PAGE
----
Richard Mourdock: Bipartisanship Ought To Be Democrats Siding With The GOP

Tea Party-Backed Winner Explains His View Of Bipartisanship

Indiana State Treasurer Richard Mourdock, who defeated long-time Sen. Richard Lugar in the Republican primary Tuesday, has a new twist on bipartisanship.

Reacting to a statement from Lugar slamming his embrace of an "unrelenting partisan mindset," Mourdock said, "I have a mindset that says bipartisanship ought to consist of Democrats coming to the Republican point of view," he said Wednesday on "Fox & Friends."

He continued, "I've said many times through this campaign that one of the things I hope to do is to help build a conservative majority in the United States Senate and continue to help the House build a Republican majority and have a Republican White House and then bipartisanship becomes having Democrats come our way. So that’s what we’re working towards and I think in the days ahead, Mr. Lugar will join our effort."

Mourdock, who trounced Lugar by over 20 points with the support of the Tea Party and conservative outside groups, echoed the point on CNN's "Starting Point."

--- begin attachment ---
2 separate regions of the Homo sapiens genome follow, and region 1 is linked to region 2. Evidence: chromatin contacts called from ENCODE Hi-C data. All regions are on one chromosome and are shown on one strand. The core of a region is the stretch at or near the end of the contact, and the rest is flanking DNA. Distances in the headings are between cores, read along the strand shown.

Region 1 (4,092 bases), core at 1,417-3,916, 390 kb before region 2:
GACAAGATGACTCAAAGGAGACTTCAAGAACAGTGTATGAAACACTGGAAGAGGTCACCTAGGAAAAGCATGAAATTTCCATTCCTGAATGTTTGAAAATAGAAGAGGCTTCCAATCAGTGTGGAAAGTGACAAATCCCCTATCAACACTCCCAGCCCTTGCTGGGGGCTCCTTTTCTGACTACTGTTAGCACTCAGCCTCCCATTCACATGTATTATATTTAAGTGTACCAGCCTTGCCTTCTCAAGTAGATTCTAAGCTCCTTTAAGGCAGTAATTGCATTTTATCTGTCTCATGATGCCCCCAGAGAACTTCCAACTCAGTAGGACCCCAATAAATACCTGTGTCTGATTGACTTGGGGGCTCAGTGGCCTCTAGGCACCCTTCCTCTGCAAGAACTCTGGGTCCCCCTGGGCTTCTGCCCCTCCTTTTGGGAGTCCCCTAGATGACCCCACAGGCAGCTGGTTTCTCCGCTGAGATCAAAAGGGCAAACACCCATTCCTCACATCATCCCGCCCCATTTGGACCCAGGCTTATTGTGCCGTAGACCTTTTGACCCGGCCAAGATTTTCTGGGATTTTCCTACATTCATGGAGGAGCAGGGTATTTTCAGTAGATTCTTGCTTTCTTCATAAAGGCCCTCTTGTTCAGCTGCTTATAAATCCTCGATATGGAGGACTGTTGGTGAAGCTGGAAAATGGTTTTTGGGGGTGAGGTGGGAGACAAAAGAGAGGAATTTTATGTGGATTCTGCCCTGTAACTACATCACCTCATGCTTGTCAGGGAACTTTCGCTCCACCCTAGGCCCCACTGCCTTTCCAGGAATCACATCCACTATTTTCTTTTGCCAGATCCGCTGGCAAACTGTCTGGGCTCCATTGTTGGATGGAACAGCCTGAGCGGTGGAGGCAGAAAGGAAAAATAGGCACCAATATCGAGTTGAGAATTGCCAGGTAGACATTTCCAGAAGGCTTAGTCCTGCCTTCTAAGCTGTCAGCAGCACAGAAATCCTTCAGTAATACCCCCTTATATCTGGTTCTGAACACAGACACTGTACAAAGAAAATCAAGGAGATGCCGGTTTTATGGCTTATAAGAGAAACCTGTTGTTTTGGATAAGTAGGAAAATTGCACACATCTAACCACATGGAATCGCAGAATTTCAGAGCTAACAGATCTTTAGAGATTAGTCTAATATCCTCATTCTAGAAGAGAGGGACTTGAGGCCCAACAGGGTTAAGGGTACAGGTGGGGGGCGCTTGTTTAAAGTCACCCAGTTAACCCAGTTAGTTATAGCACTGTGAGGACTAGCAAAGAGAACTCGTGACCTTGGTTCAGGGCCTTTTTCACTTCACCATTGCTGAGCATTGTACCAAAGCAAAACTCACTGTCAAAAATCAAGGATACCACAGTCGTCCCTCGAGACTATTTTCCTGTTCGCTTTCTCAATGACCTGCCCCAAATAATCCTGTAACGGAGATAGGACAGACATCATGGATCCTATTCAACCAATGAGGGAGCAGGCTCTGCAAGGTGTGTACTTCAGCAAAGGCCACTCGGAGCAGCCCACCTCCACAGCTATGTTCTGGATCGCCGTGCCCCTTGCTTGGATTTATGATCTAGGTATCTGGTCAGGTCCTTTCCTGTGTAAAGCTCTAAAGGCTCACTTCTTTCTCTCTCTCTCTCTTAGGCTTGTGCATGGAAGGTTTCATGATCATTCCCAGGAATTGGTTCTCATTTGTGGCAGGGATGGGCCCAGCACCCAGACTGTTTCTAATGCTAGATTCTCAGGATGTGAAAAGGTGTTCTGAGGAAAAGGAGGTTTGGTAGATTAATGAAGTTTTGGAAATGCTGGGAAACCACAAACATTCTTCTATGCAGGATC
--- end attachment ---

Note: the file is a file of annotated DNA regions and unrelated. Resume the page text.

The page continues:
Soledad O'Brien pressed him on his notion of compromise, saying, "In fact, the only compromise you'll do is really getting other people on the other side of the aisle to come to your side of the aisle, which I guess is the definition against compromise..."

"Well, it is the definition of political effectiveness," he replied.

Following his concession speech, Lugar released a stinging statement of warning to Mourdock. "If Mr. Mourdock is elected, I want him to be a good senator. But that will require him to revise his stated goal of bringing more partisanship to Washington," he said. "He and I share many positions, but his embrace of an unrelenting partisan mindset is irreconcilable with my philosophy of governance and my experience of what brings results for Hoosiers in the Senate."

Mourdock's comment drew criticism from his Democratic opponent, Rep. Joe Donnelly.

"I've played a lot of baseball over the years," he said on MSNBC's "Daily Rundown" Wednesday. "That's the epitome of a kid who comes to the park and says I'm going to take my ball and my bat and go home unless you do what I want."

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